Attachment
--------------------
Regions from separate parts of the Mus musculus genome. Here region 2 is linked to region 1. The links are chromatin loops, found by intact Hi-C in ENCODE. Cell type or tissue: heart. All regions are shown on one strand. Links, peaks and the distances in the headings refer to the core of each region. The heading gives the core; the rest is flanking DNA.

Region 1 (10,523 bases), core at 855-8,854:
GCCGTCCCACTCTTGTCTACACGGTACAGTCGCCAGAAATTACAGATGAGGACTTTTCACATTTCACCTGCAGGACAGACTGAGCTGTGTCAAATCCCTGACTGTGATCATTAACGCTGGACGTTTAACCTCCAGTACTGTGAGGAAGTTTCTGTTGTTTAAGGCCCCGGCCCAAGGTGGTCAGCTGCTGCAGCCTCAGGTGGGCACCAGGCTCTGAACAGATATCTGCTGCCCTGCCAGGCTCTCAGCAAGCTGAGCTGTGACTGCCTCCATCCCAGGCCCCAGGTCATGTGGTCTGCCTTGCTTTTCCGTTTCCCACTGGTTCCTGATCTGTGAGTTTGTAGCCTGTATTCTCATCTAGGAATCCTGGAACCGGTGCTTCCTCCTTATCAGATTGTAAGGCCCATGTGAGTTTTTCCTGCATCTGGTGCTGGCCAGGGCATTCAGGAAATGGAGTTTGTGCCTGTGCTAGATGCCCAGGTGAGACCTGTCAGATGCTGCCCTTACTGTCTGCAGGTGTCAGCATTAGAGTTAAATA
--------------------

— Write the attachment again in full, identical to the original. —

Regions from separate parts of the Mus musculus genome. Here region 2 is linked to region 1. The links are chromatin loops, found by intact Hi-C in ENCODE. Cell type or tissue: heart. All regions are shown on one strand. Links, peaks and the distances in the headings refer to the core of each region. The heading gives the core; the rest is flanking DNA.

Region 1 (10,523 bases), core at 855-8,854:
GCCGTCCCACTCTTGTCTACACGGTACAGTCGCCAGAAATTACAGATGAGGACTTTTCACATTTCACCTGCAGGACAGACTGAGCTGTGTCAAATCCCTGACTGTGATCATTAACGCTGGACGTTTAACCTCCAGTACTGTGAGGAAGTTTCTGTTGTTTAAGGCCCCGGCCCAAGGTGGTCAGCTGCTGCAGCCTCAGGTGGGCACCAGGCTCTGAACAGATATCTGCTGCCCTGCCAGGCTCTCAGCAAGCTGAGCTGTGACTGCCTCCATCCCAGGCCCCAGGTCATGTGGTCTGCCTTGCTTTTCCGTTTCCCACTGGTTCCTGATCTGTGAGTTTGTAGCCTGTATTCTCATCTAGGAATCCTGGAACCGGTGCTTCCTCCTTATCAGATTGTAAGGCCCATGTGAGTTTTTCCTGCATCTGGTGCTGGCCAGGGCATTCAGGAAATGGAGTTTGTGCCTGTGCTAGATGCCCAGGTGAGACCTGTCAGATGCTGCCCTTACTGTCTGCAGGTGTCAGCATTAGAGTTAAATA